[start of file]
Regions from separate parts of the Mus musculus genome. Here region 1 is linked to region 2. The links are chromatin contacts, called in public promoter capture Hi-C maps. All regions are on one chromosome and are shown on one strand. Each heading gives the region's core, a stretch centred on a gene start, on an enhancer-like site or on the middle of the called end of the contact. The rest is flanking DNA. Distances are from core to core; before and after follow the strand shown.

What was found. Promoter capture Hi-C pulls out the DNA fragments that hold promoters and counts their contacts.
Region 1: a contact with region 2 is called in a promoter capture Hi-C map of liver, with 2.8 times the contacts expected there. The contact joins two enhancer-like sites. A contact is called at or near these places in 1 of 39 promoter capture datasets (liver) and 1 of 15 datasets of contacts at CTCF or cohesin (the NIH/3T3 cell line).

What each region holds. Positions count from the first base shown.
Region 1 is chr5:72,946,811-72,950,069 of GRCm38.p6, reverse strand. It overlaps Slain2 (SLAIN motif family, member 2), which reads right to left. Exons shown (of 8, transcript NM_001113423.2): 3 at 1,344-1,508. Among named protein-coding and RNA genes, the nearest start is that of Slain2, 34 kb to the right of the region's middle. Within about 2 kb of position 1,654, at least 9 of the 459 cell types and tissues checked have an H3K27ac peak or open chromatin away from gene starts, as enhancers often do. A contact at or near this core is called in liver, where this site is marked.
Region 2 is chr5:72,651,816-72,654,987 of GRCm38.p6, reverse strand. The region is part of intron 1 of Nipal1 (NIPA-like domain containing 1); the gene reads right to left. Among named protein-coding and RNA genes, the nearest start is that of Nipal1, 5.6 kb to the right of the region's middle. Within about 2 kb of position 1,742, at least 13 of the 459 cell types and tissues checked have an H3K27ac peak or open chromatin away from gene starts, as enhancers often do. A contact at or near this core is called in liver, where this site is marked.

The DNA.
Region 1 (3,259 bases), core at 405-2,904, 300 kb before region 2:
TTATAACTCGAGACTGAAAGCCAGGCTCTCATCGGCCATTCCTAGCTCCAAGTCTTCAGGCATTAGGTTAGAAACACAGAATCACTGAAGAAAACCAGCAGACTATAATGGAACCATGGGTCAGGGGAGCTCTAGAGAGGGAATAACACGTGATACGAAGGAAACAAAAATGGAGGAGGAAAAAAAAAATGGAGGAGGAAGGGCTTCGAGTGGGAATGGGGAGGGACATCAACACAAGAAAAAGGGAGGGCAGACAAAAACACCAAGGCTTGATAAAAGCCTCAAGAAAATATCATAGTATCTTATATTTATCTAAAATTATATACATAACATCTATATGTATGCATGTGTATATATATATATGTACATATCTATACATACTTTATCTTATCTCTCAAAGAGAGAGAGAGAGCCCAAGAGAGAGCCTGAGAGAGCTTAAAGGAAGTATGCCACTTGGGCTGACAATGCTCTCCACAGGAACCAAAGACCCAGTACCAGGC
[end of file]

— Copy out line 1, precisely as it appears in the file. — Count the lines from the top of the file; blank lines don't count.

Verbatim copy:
Regions from separate parts of the Mus musculus genome. Here region 1 is linked to region 2. The links are chromatin contacts, called in public promoter capture Hi-C maps. All regions are on one chromosome and are shown on one strand. Each heading gives the region's core, a stretch centred on a gene start, on an enhancer-like site or on the middle of the called end of the contact. The rest is flanking DNA. Distances are from core to core; before and after follow the strand shown.